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Observation
June 2014

Mapping Biopsy Procedure on Management of Severe Buruli Ulcer Due to Mycobacterium ulcerans, Subspecies shinshuense

Author Affiliations
  • 1Department of Dermatology, Shiga University of Medical Science, Shiga, Japan
  • 2Leprosy Research Center, National Institute of Infectious Diseases, Tokyo, Japan
JAMA Dermatol. 2014;150(6):669-671. doi:10.1001/jamadermatol.2013.7497
Report of a Case

A healthy male teenager presented with a 2-month history of eruptions on the dorsum of his left hand, which showed diffuse painful erythema and a 2-cm ulcer. Results of blood tests were normal but for slightly elevated C-reactive protein levels (0.46 mg/dL). Culture results from the ulcer were negative for any general bacteria. Computed tomography showed neither gas production nor abscess formation. Histologic examination of the erythematous lesion revealed diffuse necrosis, and Ziehl-Neelsen (Z-N) staining showed many acid-fast bacilli in the subcutis. We diagnosed cutaneous mycobacterial infection.

Despite treatment with oral clarithromycin, 800 mg/d, and levofloxacin, 500 mg/d, the lesion expanded. Therefore rifampicin, 450 mg/d, was added to the treatment regimen 7 days after the initiation of therapy. We performed debridement on day 8 (Figure, A). Although almost all the skin on the dorsum of his hand was debrided, the erythema further expanded. We performed a second debridement on day 25 and additionally excised the erythematous lesion toward the wrist, including the area labeled 8 in Figure, B, and debrided necrotic tissue. The lesion rapidly improved after the second debridement, although some finger extensor tendons gradually became necrotic, and reconstruction of tendons was needed. The patient showed no recurrence at 1-year follow-up.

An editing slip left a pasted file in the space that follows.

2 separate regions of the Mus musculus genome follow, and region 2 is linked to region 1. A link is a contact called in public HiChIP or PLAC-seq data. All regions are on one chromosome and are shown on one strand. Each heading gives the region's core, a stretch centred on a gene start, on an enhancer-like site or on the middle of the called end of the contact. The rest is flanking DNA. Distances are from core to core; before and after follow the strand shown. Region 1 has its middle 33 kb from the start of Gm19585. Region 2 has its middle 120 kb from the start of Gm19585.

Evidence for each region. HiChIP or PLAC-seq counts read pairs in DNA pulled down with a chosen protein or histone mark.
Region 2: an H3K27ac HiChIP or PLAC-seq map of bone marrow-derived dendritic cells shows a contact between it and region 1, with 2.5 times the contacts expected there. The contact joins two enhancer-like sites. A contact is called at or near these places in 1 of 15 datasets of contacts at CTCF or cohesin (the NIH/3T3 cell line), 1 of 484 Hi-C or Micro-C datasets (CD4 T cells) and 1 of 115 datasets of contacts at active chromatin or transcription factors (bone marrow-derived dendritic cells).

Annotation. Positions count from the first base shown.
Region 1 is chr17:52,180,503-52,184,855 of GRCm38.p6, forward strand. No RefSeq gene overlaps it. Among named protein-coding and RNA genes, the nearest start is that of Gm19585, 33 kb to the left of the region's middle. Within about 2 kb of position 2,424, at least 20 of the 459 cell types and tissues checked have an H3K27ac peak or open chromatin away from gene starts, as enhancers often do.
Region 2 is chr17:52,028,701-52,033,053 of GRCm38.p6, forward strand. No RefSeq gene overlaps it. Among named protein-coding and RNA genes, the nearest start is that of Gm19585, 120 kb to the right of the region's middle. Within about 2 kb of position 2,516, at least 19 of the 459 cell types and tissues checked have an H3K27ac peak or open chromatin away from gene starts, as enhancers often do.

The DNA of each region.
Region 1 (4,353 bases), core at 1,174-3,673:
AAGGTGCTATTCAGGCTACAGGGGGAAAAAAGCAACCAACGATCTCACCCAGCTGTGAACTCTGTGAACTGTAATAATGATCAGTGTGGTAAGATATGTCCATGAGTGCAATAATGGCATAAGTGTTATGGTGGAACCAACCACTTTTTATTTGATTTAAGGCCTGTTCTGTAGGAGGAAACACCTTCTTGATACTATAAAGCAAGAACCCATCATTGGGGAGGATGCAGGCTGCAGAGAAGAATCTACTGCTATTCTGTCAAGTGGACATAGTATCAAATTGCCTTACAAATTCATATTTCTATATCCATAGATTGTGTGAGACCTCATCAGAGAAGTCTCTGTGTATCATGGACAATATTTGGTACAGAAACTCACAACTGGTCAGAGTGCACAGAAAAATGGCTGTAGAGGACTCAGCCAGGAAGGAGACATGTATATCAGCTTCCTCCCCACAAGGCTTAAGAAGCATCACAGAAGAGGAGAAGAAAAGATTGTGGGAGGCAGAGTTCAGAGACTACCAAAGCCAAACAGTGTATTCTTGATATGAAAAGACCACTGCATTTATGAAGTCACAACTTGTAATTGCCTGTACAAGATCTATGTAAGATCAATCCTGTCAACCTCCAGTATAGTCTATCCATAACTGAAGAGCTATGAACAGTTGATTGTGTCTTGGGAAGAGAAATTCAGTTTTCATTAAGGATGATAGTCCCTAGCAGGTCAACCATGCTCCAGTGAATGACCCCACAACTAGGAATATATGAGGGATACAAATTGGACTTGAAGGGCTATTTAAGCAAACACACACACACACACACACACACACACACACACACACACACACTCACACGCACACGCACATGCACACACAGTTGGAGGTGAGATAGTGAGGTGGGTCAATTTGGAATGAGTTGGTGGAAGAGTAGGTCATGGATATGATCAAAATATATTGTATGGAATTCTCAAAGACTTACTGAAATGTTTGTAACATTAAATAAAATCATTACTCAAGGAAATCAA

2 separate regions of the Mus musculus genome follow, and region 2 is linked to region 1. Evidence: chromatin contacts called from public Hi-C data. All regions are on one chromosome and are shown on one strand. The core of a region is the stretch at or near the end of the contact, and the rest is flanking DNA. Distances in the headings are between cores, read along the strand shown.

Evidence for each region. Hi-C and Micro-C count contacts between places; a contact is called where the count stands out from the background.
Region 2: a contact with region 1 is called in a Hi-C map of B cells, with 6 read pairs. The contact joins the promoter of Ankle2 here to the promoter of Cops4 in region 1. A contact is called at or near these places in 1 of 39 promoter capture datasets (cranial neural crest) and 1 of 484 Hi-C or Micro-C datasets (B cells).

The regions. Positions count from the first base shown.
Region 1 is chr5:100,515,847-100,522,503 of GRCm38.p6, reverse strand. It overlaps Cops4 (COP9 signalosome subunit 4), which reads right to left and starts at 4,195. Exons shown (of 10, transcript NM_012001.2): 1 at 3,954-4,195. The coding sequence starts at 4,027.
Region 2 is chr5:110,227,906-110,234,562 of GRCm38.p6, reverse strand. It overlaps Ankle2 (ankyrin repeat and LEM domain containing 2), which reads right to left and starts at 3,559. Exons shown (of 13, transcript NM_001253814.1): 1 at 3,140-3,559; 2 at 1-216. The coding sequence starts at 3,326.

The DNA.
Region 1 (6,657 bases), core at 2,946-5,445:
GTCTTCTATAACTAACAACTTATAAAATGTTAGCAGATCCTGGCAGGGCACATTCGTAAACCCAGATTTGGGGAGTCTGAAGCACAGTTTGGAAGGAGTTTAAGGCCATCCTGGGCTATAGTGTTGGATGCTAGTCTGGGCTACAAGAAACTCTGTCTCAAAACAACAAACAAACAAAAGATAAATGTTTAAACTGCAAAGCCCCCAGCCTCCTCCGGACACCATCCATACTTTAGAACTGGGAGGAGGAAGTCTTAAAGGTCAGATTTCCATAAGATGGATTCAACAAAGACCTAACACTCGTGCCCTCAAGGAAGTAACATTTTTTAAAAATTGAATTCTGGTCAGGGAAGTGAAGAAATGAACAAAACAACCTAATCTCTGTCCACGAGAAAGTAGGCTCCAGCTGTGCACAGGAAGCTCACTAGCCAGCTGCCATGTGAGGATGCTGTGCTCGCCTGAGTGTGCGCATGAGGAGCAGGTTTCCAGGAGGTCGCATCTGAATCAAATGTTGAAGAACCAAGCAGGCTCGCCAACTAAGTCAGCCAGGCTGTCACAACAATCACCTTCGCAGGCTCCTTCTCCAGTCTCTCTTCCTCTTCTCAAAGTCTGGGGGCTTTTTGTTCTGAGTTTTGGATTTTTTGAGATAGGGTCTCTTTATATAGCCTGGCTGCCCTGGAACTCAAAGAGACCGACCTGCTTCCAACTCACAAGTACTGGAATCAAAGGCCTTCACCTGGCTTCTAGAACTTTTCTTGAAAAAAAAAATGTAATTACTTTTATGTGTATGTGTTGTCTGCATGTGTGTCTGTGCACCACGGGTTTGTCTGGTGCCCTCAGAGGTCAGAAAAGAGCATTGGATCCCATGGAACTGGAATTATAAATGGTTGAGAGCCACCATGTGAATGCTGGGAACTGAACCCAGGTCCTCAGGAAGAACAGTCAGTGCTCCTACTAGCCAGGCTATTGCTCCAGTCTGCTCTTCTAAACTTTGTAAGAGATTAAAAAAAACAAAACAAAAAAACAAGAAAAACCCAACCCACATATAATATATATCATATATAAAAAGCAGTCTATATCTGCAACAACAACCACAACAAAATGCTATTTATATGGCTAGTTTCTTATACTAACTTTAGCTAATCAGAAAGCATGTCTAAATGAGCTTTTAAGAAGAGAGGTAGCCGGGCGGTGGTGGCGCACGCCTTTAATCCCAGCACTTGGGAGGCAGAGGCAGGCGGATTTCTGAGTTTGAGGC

Figure.
Clinical, Pathologic, and Polymerase Chain Reaction Findings
Clinical, Pathologic, and Polymerase Chain Reaction Findings